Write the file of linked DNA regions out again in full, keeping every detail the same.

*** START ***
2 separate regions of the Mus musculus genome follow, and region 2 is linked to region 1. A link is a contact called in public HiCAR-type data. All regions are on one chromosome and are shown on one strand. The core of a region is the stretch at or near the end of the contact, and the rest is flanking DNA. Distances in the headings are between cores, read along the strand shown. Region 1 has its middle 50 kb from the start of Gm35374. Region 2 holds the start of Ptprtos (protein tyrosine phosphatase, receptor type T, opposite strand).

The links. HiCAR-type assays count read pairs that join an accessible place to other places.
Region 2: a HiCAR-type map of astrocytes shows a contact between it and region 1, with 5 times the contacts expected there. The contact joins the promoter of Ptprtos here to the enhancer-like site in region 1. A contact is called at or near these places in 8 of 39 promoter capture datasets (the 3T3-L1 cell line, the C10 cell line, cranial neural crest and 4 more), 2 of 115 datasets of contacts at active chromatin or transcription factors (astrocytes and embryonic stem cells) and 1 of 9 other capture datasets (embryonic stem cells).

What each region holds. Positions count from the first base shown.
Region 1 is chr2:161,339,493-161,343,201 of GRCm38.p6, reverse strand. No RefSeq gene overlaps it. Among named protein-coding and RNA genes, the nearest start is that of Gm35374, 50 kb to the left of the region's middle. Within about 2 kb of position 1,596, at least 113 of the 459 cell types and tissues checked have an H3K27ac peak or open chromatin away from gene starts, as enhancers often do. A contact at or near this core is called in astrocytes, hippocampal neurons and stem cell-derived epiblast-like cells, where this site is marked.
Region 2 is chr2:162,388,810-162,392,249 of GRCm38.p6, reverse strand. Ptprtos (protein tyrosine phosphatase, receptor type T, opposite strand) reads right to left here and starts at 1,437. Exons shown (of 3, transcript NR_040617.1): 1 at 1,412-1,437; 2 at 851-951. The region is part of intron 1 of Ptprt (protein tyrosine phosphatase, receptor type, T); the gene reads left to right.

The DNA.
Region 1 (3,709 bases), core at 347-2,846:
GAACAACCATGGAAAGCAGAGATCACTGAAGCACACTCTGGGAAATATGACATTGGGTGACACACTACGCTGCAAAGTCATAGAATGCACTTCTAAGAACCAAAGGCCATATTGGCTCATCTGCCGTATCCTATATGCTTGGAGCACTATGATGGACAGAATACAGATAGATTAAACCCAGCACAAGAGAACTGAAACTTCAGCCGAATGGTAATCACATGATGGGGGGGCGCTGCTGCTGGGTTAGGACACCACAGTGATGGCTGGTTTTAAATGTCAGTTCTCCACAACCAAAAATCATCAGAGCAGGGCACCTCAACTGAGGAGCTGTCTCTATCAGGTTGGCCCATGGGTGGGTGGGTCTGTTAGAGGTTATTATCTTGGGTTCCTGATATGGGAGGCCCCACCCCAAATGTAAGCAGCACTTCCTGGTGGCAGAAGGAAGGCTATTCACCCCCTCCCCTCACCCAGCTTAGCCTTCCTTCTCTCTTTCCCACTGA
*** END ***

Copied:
2 separate regions of the Mus musculus genome follow, and region 2 is linked to region 1. A link is a contact called in public HiCAR-type data. All regions are on one chromosome and are shown on one strand. The core of a region is the stretch at or near the end of the contact, and the rest is flanking DNA. Distances in the headings are between cores, read along the strand shown. Region 1 has its middle 50 kb from the start of Gm35374. Region 2 holds the start of Ptprtos (protein tyrosine phosphatase, receptor type T, opposite strand).

The links. HiCAR-type assays count read pairs that join an accessible place to other places.
Region 2: a HiCAR-type map of astrocytes shows a contact between it and region 1, with 5 times the contacts expected there. The contact joins the promoter of Ptprtos here to the enhancer-like site in region 1. A contact is called at or near these places in 8 of 39 promoter capture datasets (the 3T3-L1 cell line, the C10 cell line, cranial neural crest and 4 more), 2 of 115 datasets of contacts at active chromatin or transcription factors (astrocytes and embryonic stem cells) and 1 of 9 other capture datasets (embryonic stem cells).

What each region holds. Positions count from the first base shown.
Region 1 is chr2:161,339,493-161,343,201 of GRCm38.p6, reverse strand. No RefSeq gene overlaps it. Among named protein-coding and RNA genes, the nearest start is that of Gm35374, 50 kb to the left of the region's middle. Within about 2 kb of position 1,596, at least 113 of the 459 cell types and tissues checked have an H3K27ac peak or open chromatin away from gene starts, as enhancers often do. A contact at or near this core is called in astrocytes, hippocampal neurons and stem cell-derived epiblast-like cells, where this site is marked.
Region 2 is chr2:162,388,810-162,392,249 of GRCm38.p6, reverse strand. Ptprtos (protein tyrosine phosphatase, receptor type T, opposite strand) reads right to left here and starts at 1,437. Exons shown (of 3, transcript NR_040617.1): 1 at 1,412-1,437; 2 at 851-951. The region is part of intron 1 of Ptprt (protein tyrosine phosphatase, receptor type, T); the gene reads left to right.

The DNA.
Region 1 (3,709 bases), core at 347-2,846:
GAACAACCATGGAAAGCAGAGATCACTGAAGCACACTCTGGGAAATATGACATTGGGTGACACACTACGCTGCAAAGTCATAGAATGCACTTCTAAGAACCAAAGGCCATATTGGCTCATCTGCCGTATCCTATATGCTTGGAGCACTATGATGGACAGAATACAGATAGATTAAACCCAGCACAAGAGAACTGAAACTTCAGCCGAATGGTAATCACATGATGGGGGGGCGCTGCTGCTGGGTTAGGACACCACAGTGATGGCTGGTTTTAAATGTCAGTTCTCCACAACCAAAAATCATCAGAGCAGGGCACCTCAACTGAGGAGCTGTCTCTATCAGGTTGGCCCATGGGTGGGTGGGTCTGTTAGAGGTTATTATCTTGGGTTCCTGATATGGGAGGCCCCACCCCAAATGTAAGCAGCACTTCCTGGTGGCAGAAGGAAGGCTATTCACCCCCTCCCCTCACCCAGCTTAGCCTTCCTTCTCTCTTTCCCACTGA